Norm Dixon: ‘Africa Needs Justice Not Charity’
‘Africa Needs Justice Not Charity’
Green Left Weekly
Casual readers of the newspaper headlines could be forgiven for believing that the leaders of the richest and most powerful countries have had a miraculous change of heart. If the papers are to be believed, the key decades-long demand of the global justice movement — debt cancellation — had been agreed to, thanks to an unlikely alliance between Tony Blair’s British Labour government, leading aid agencies and pop “legends” Bob Geldof and Bono. However, the devil is in the details, as Green Left Weekly’s Norm Dixon discovers.
“$55-billion debts write-off agreed”, declared the June 11 British Guardian. “Debtor nations freed of burdens”, the Los Angeles Times announced on June 12. “Victory for Millions”, trumpeted the June 12 British Observer. “Blair, Bono Win One for Africa”, cooed the June 13 Christian Science Monitor. “Debt deal just the beginning, says Geldof”, assured the June 13 Sydney Morning Herald.
The hype was in response to a June 11 agreement by seven finance ministers from the Group of Eight industrialised countries (G8 — United States, Japan, Italy, Canada, Britain, France, Germany and Russia). The ministers agreed to immediately cancel all the debts owed by 18 mainly African countries to the International Monetary Fund (IMF), the World Bank and the African Development Bank (AfrDB). According to the British government, this amounts to US$40 billion. In practical terms, it should save these countries $15 billion in debt payments, spread over 10 years.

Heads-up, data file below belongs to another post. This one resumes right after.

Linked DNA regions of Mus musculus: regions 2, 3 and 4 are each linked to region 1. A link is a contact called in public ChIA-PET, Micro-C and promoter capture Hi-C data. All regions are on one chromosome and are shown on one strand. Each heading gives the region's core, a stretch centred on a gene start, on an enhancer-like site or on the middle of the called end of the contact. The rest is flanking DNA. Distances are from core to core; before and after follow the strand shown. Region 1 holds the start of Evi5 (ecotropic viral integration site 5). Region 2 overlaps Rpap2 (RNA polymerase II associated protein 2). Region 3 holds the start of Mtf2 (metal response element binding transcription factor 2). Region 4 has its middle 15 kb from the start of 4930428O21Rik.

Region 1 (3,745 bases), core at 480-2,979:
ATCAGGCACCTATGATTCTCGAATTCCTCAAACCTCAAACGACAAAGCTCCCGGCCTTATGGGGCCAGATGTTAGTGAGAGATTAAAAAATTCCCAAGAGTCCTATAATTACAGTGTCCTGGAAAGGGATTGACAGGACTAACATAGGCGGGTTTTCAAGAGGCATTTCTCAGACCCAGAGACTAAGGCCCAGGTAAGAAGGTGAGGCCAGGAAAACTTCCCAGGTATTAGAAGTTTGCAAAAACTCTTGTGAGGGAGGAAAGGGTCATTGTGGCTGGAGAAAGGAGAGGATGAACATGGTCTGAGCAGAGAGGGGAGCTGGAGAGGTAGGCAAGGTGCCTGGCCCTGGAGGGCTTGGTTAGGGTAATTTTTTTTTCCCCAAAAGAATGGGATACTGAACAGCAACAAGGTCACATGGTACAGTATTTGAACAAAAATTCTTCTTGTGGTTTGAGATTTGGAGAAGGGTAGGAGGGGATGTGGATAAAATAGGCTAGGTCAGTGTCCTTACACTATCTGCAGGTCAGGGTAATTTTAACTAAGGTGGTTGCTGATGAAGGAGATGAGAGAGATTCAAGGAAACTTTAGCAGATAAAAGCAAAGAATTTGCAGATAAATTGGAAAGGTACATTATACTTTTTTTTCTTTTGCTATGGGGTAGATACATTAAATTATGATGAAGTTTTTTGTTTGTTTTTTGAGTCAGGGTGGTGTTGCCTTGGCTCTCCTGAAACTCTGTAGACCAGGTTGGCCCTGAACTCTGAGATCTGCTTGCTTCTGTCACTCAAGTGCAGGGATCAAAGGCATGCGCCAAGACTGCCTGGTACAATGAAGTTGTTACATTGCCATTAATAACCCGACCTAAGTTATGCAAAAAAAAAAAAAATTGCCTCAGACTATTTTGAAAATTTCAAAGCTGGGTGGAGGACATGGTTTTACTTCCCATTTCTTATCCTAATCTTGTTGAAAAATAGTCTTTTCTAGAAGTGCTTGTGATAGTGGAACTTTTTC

The deal must be approved by the G8 leaders’ summit being held in Gleneagles, Scotland, on July 6-8.
The June 12 LA Times lavishly claimed the deal “fulfilled a decades-old dream of anti-poverty activists”, reporting that US Treasury Secretary John Snow had hailed the arrangement as “an achievement of historic proportions”. The June 13 Christian Science Monitor’s article began: “It’s been a long campaign of persistent persuasion by British Prime Minister Tony Blair and Irish rock star Bono. But finally ... they won a victory for the world’s poorest continent.”
Most newspapers quoted a gushing Geldof: “Tomorrow 280 million people will wake up for the first time in their lives without owing you or me a penny from the burden of debt that has crippled them and their countries for so long. Money we didn’t even know we were owed, and never wanted in the first place, and money they could never pay.”